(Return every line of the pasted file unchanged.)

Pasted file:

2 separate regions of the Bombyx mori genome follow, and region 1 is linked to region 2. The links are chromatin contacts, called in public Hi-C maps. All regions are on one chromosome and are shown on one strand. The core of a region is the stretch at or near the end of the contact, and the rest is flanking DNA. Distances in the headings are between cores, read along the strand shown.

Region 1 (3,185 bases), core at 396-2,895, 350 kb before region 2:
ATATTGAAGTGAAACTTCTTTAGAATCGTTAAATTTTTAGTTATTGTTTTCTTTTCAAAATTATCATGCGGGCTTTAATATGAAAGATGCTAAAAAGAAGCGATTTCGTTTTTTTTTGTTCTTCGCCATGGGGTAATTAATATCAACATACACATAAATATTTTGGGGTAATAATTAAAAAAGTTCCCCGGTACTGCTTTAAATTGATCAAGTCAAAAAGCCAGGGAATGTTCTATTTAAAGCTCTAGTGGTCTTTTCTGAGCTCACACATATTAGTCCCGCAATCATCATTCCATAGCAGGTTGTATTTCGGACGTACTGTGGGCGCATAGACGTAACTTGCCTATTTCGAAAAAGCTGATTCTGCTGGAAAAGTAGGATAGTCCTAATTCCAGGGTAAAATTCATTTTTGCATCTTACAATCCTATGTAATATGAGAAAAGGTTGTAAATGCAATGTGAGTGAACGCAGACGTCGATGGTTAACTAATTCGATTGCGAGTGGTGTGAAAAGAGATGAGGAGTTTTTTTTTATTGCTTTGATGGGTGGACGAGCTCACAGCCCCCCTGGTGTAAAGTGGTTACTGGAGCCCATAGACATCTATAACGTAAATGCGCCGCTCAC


2 separate regions of the Bombyx mori genome follow, and region 1 is linked to region 2. The links are chromatin contacts, called in public Hi-C maps. All regions are on one chromosome and are shown on one strand. The core of a region is the stretch at or near the end of the contact, and the rest is flanking DNA. Distances in the headings are between cores, read along the strand shown.

Region 1 (3,185 bases), core at 396-2,895, 350 kb before region 2:
ATATTGAAGTGAAACTTCTTTAGAATCGTTAAATTTTTAGTTATTGTTTTCTTTTCAAAATTATCATGCGGGCTTTAATATGAAAGATGCTAAAAAGAAGCGATTTCGTTTTTTTTTGTTCTTCGCCATGGGGTAATTAATATCAACATACACATAAATATTTTGGGGTAATAATTAAAAAAGTTCCCCGGTACTGCTTTAAATTGATCAAGTCAAAAAGCCAGGGAATGTTCTATTTAAAGCTCTAGTGGTCTTTTCTGAGCTCACACATATTAGTCCCGCAATCATCATTCCATAGCAGGTTGTATTTCGGACGTACTGTGGGCGCATAGACGTAACTTGCCTATTTCGAAAAAGCTGATTCTGCTGGAAAAGTAGGATAGTCCTAATTCCAGGGTAAAATTCATTTTTGCATCTTACAATCCTATGTAATATGAGAAAAGGTTGTAAATGCAATGTGAGTGAACGCAGACGTCGATGGTTAACTAATTCGATTGCGAGTGGTGTGAAAAGAGATGAGGAGTTTTTTTTTATTGCTTTGATGGGTGGACGAGCTCACAGCCCCCCTGGTGTAAAGTGGTTACTGGAGCCCATAGACATCTATAACGTAAATGCGCCGCTCAC